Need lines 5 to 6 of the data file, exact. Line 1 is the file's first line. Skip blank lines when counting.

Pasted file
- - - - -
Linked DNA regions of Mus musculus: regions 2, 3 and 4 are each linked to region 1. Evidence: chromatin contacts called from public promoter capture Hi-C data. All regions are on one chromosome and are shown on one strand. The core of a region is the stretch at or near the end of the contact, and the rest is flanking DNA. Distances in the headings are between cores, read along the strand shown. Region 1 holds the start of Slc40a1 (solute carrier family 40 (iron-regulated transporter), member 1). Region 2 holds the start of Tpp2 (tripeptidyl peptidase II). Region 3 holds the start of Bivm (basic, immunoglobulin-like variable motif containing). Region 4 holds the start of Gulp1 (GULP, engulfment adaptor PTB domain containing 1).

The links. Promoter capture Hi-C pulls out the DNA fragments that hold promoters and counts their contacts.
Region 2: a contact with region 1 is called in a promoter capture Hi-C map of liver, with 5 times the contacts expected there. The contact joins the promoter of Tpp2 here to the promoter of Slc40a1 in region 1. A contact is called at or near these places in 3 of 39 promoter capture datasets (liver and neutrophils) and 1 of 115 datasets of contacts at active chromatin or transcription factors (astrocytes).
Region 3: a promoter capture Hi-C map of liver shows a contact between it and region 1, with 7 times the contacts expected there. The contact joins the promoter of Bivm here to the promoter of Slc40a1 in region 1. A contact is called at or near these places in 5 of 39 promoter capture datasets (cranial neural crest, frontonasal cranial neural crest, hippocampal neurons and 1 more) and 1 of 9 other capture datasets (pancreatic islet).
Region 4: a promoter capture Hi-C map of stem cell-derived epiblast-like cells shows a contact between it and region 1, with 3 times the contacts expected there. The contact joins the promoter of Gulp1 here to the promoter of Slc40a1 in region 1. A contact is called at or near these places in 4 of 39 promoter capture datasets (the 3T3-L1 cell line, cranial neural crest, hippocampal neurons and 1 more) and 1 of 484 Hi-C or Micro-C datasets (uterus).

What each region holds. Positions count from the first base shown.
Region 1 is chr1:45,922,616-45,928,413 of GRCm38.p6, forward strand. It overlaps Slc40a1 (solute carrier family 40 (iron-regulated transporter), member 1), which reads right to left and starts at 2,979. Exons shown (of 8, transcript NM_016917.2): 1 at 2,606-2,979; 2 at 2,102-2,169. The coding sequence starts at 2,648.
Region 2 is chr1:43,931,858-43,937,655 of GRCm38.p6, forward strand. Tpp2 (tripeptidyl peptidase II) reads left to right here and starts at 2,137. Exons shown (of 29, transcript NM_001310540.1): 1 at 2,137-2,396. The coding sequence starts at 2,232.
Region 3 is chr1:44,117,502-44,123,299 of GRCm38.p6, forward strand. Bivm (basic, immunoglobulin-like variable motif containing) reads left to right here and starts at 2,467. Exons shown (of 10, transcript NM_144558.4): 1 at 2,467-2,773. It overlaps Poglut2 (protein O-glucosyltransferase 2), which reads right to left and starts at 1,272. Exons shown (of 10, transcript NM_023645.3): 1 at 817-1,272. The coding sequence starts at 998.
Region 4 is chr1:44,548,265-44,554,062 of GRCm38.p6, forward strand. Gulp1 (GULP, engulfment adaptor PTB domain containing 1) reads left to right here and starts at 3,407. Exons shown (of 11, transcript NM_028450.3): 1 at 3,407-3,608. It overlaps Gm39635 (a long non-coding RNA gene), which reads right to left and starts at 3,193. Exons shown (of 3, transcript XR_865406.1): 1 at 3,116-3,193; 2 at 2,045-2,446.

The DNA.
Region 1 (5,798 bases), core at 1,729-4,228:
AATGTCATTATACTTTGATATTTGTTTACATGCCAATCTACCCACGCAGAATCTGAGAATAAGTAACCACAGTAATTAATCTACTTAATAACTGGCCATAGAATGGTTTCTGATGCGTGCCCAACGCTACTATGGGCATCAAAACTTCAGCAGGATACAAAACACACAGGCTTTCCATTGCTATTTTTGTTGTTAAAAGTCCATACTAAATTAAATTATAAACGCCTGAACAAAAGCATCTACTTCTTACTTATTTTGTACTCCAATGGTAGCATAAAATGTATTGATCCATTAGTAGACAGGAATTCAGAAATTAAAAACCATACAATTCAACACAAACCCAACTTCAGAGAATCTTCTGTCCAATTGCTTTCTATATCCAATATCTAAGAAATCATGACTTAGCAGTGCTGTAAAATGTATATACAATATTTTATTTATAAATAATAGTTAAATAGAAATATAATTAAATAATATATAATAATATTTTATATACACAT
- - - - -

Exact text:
Region 4: a promoter capture Hi-C map of stem cell-derived epiblast-like cells shows a contact between it and region 1, with 3 times the contacts expected there. The contact joins the promoter of Gulp1 here to the promoter of Slc40a1 in region 1. A contact is called at or near these places in 4 of 39 promoter capture datasets (the 3T3-L1 cell line, cranial neural crest, hippocampal neurons and 1 more) and 1 of 484 Hi-C or Micro-C datasets (uterus).

What each region holds. Positions count from the first base shown.